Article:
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KATIE ZERR: Barr’s comments part of our problem

Are we at a point where we will suffer consequences for spewing hate and divisiveness in our country?
Several high-profile incidences have occurred in the past couple of weeks in which people of privilege have gone on racist rants or used social media to make racist and highly offensive comments about another person.
The latest of these classless and racist rants came from Roseanne Barr, who often repeats right-wing conspiracy theories and engages in on-line conversations that push the line of human decency.
Not in a comedic manner, in a simply classless, bullying manner.
She went over the line Monday night as she joined in a conversation online concerning the theory that the Obama administration had planted spies inside the Trump campaign. While others commented on the overtness of the operation and how then President Obama had fooled the American people, Barr took the opportunity to make a comment about Valerie Jarrett, an advisor to the president. In the since-deleted tweet, Barr wrote, “Muslim brotherhood & planet of the apes had a baby=vj,” referring to Jarrett. There was no need to take swipes at Jarrett’s looks or ethnicity, but like many others in this time in our history, Barr thought it acceptable to move into the racism realm to voice her distaste for Jarrett.
Early Tuesday morning, ABC announced that the sitcom “Roseanne,” which was a big ratings hit for the network, had been cancelled.
“Roseanne’s Twitter statement is abhorrent, repugnant and inconsistent with our values, and we have decided to cancel her show,” Channing Dungey, president of ABC Entertainment, said in a statement.
Both of Barr’s talent agencies have also dropped the star.
But the network is not blameless in this saga. They went out on a limb, trying to get those almighty ratings, appealing to the far right leaning viewers. That chance backfired, but they knew this might be the case with Barr.
This is not the first time that Barr has crossed the line. She has repeated baseless and factless claims about George Soros, who makes generous contributions to Democratic candidates, much like the Koch brothers do for the Republicans.
Barr recently repeated an online conspiracy theory that Soros, who was a child during the Holocaust, betrayed fellow Jews to the Nazis, selling them out for money.
She also repeated the lie that Chelsea Clinton is married to a member of the Soros family.
Many fact-based groups and online fact checking sites have debunked these conspiracies, but they still exists in the far-right world.
Barr is not alone in being punished when she took her right to freedom of speech to the racist level. Others in the national limelight, from politicians to television stars, have suffered the consequences in not knowing when to keep their racist, classless ideals to themselves. Charlie Sheen, Gilbert Gottfried, Kathy Griffin and Paula Deen’s careers all suffered after they went over the line with their racist or classless comments.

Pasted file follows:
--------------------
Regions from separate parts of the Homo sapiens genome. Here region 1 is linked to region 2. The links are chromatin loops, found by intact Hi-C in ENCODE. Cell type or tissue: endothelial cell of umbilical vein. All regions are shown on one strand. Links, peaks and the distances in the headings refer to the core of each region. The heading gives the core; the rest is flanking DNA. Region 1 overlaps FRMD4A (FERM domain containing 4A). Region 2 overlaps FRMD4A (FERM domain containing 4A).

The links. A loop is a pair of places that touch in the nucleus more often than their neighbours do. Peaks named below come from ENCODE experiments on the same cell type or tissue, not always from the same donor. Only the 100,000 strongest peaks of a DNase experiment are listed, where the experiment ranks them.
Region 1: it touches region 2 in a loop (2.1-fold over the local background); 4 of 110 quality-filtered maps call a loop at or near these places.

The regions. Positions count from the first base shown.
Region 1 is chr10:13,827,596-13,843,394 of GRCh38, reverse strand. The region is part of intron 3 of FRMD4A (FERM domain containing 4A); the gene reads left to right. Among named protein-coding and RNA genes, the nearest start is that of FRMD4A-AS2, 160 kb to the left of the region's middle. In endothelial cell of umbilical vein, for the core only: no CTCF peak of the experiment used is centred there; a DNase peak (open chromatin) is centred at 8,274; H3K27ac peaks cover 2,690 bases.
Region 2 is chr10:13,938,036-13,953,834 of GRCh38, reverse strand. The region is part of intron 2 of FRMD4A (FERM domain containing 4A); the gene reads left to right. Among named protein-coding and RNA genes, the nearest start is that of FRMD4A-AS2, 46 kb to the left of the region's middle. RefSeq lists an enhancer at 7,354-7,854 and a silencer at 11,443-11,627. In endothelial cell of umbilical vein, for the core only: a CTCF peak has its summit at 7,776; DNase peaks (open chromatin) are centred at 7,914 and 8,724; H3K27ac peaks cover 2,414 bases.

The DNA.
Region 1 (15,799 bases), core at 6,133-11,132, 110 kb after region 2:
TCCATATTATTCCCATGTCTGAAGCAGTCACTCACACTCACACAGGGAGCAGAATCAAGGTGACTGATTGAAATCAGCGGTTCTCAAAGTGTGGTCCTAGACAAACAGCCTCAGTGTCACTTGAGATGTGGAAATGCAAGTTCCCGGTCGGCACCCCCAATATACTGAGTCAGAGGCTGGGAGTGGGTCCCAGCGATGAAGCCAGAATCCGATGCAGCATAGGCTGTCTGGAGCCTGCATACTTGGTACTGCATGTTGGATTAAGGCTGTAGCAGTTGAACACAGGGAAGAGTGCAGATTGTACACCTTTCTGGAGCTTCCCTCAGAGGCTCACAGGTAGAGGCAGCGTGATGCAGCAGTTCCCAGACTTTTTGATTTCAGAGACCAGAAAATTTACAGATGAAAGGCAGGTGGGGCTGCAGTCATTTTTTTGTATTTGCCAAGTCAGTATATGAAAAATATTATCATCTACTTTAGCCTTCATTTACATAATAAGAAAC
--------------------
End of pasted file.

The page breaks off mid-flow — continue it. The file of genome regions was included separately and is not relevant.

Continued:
But one doesn’t have to be a celebrity to suffer when going public with their racism. New York lawyer Aaron Schlossberg recently became enraged at a deli after overhearing employees speaking Spanish. In a video of the incident posted on line, Schlossberg confronts an employee at the Manhattan restaurant and deli.
He threatens to call Immigrations and Customs Enforcement on a restaurant worker and a customer at Fresh Kitchen who were speaking in Spanish to each other.
“They have the balls to come here and live off of my money,” he says in the video. “I pay for their welfare; I pay for their ability to be here. The least they could do is speak English.”
Last week he finally apologized, following the fallout of losing his office space, calls for disbarment from government officials, and a 500-person protest outside his apartment.
Schlossberg, like Barr and many others, after being caught either online or on video, claimed he is not a racist and that he embraces diversity of the City of New York.
Therein lies the problem. Schlossberg, like Barr, is a racist of the worst kind. Not the kind that knowingly hate others because they are different, gather in groups of like minds to spew hate and division, but the kind that don’t realize they are racists.
Our lives are daily filled with this kind of racists. We constantly hear the “I am not racist,” or “I am the least racist person your will ever know,” exclamations everyday.
There are few of us who are completely void of racism. Many, once in while, have thoughts that can cross the racism line.
The difference is, some know it is wrong and a fault in their character. They work to correct it with education and information.
Others, like Barr and Schlossberg and other high profile individuals, continue to deny their racist behavior and make excuses for it.
Jarrett showed dignity and class in her response to Barr’s comments saying, “I think we have to turn it into a teaching moment.”
Those are two characteristics much lacking in today’s society.
– Katie Zerr –